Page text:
When Theology Meets Reality, Part II

This is the second post of a wee series discussing the recent loss of my Dad. You can read the first post here.

I’ll be honest with you. The unexpected loss of my Dad felt like a suckerpunch to the gut. I was looking the other way. I didn’t know I was in the ring. I didn’t know I was in a fight.


And grief is this spiraling, strange whirlwind of the mind. You begin to feel a little better, and then you feel bad for feeling better. You aren’t sure which emotions are valid, you aren’t sure where irrational departs from rational. You secretly want to punch people for telling you they know exactly how you feel, but you’re not a violent person.

And yet, death has this way of making your entire life seem clear as an empty wine glass — even just for a moment.

Do you know that moment, when you walk on the beach, and past a pier? You look out towards the ocean while you’re under the pier and all the pilings line up, and the moment seems clear. Everything makes sense.

This is why we left South Africa sooner than we thought we should have. 

This is why the gift of our third child being born right when she was makes so much sense.

And wow, when she arrived, my Dad was several states away — he returned to visit his birthplace for the first time in his life. A few months before he died.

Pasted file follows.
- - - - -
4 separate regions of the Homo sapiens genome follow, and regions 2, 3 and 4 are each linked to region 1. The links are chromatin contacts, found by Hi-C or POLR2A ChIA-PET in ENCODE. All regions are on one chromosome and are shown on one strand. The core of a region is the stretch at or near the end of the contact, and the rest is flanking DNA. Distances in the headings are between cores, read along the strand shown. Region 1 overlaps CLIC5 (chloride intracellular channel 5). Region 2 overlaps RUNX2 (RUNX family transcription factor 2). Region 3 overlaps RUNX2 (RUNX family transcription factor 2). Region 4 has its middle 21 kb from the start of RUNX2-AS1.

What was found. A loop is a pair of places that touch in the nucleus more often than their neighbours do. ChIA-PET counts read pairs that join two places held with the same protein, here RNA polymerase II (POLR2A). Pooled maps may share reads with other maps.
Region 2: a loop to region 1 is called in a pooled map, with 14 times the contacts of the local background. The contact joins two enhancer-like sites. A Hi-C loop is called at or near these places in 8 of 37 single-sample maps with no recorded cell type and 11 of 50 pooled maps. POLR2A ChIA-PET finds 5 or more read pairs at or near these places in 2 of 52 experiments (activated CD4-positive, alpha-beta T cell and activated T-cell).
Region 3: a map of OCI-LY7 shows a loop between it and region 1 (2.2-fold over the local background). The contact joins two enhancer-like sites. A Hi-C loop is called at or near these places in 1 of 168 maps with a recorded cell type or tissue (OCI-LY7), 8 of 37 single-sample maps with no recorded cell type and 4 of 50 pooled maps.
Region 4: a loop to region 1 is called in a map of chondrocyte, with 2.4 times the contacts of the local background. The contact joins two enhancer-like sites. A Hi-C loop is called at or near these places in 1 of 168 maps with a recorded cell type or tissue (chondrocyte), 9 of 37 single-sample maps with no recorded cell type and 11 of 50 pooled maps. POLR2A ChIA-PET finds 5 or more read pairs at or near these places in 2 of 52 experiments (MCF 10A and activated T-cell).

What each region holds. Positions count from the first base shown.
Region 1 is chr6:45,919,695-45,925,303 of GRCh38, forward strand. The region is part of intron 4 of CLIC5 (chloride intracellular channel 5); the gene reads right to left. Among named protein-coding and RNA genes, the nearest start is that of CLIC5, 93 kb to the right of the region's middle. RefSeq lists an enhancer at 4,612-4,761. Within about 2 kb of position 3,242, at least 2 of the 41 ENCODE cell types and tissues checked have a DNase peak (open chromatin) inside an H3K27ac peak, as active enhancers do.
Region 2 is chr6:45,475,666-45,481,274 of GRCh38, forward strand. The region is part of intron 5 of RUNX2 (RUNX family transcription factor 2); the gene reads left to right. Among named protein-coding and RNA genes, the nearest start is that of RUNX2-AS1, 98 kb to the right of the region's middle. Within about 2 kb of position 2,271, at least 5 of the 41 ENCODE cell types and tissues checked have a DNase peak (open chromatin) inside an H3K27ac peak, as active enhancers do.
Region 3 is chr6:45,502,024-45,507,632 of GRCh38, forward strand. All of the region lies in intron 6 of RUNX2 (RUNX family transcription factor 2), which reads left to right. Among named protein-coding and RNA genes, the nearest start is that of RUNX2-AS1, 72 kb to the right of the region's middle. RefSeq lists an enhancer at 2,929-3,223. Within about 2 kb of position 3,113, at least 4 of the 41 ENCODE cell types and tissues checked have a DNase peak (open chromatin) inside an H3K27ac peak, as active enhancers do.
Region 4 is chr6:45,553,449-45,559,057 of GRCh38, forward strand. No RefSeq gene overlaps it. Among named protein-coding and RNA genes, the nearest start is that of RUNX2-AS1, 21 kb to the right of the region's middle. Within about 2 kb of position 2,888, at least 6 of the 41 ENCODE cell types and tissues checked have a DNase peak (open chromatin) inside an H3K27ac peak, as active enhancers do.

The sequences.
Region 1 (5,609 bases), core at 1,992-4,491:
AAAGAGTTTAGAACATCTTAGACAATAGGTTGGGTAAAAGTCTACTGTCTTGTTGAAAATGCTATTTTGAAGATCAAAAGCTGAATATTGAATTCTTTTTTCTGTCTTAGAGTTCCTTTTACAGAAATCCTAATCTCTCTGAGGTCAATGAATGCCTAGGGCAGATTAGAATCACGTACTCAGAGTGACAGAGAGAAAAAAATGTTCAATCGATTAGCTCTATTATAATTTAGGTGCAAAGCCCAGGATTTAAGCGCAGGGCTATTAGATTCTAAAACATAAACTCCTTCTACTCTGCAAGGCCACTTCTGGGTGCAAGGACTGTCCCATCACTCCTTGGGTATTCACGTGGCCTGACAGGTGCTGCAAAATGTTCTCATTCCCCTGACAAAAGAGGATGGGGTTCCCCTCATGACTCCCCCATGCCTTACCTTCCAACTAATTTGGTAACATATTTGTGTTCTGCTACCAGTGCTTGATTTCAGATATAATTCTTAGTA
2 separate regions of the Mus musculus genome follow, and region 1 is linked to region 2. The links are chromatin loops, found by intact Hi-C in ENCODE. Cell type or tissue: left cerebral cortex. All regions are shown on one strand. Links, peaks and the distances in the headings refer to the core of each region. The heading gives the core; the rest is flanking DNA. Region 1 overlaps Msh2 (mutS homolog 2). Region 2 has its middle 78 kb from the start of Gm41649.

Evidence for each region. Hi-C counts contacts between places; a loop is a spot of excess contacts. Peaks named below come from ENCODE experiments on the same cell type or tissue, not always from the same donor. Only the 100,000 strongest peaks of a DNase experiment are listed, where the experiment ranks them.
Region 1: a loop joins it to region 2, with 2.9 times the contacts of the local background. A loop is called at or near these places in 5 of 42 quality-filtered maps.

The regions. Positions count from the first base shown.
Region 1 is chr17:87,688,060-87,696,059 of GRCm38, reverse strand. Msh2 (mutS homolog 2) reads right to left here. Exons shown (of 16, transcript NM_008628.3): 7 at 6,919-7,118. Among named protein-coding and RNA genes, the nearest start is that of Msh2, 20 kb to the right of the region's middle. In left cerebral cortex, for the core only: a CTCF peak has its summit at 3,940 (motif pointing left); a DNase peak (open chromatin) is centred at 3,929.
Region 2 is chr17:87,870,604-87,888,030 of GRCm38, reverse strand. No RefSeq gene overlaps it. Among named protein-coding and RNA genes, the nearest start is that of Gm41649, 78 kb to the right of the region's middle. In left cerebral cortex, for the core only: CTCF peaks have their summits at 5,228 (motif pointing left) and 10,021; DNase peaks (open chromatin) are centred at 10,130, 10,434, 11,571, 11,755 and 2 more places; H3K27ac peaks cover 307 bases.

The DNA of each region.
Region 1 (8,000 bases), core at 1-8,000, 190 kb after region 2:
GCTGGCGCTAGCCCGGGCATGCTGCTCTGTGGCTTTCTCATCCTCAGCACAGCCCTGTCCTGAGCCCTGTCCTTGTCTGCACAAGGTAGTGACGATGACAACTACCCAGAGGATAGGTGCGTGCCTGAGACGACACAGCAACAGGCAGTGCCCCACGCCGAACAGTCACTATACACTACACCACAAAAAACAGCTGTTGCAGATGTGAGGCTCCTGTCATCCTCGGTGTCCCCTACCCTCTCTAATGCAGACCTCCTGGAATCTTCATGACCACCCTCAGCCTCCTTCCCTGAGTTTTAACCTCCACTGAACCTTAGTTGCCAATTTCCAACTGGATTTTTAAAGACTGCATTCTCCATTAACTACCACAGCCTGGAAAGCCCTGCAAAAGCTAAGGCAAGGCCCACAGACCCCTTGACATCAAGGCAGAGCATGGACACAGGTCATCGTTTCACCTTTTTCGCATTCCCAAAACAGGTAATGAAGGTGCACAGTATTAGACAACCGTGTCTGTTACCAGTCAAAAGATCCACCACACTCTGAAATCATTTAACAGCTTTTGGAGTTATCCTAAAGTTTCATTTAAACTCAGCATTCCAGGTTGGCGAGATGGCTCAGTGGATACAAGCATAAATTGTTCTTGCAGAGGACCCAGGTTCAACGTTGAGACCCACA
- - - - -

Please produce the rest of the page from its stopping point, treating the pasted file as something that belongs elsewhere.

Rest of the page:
What a gift that our finances were so tight, and we were offered this place to stay in Washington, and we didn’t decide to move to Greenville. Wow, wow, wow.


Life lines up, and there’s a lot of stuff you just ‘get.’ Instantly, you see the wisdom, the structure, the logic. It builds your faith and gives you hope.

But the grief journey continues. When you walk out from under the pier, the pilings don’t look perfectly organized anymore. The waves are crashing, surfers are scattered about, dropping in on each other’s waves. Seagulls are squawking. The glare from the sun is bright. You’re squinting, wondering, wishing, thinking.

If I’d really, really made a big deal out of the fact that he needed to go to the doctor, would it have made a difference?

Why couldn’t we have come back sooner? 

Why did I say “no” so many times when Dad asked me something? Let’s garden together… Let’s decorate the tree at my house… Should we do twice-baked potatoes?

You struggle to form complete sentences in your own thoughts. You absent-mindedly stare into the distance. You get into your Dad’s car, and the smell reminds you of him. You listen to the voicemails he left you last month.

You cry. At the drop of a hat.

That’s the journey. Those are the cards in my hand.

I’m going to do my best to explain how I’m making sense of all this in my mind, how I’m dealing with it. Because I think it matters.

Even if it doesn’t matter to you, per se, it is an exercise in processing through grief for me. When I have little else, most times, I still have words.

And I want you folks, new and old, who read here to know that I stand on the other side, more confident than ever that what I’ve been saying about this Jesus guy is true.

I’m certain God is good. I’m certain there is hope, there is good ahead of me.

And I’m certain, thanking Jesus as I type, I will see my Dad again.

More soon…


Have you ever had a pier moment? Are you trying to make some life-sized decisions and struggling to figure them out? Try thinking about what would be most important to you if you lost someone close to you today. Death has an amazing way of putting life into better perspective.



Long Pauses and Goodbyes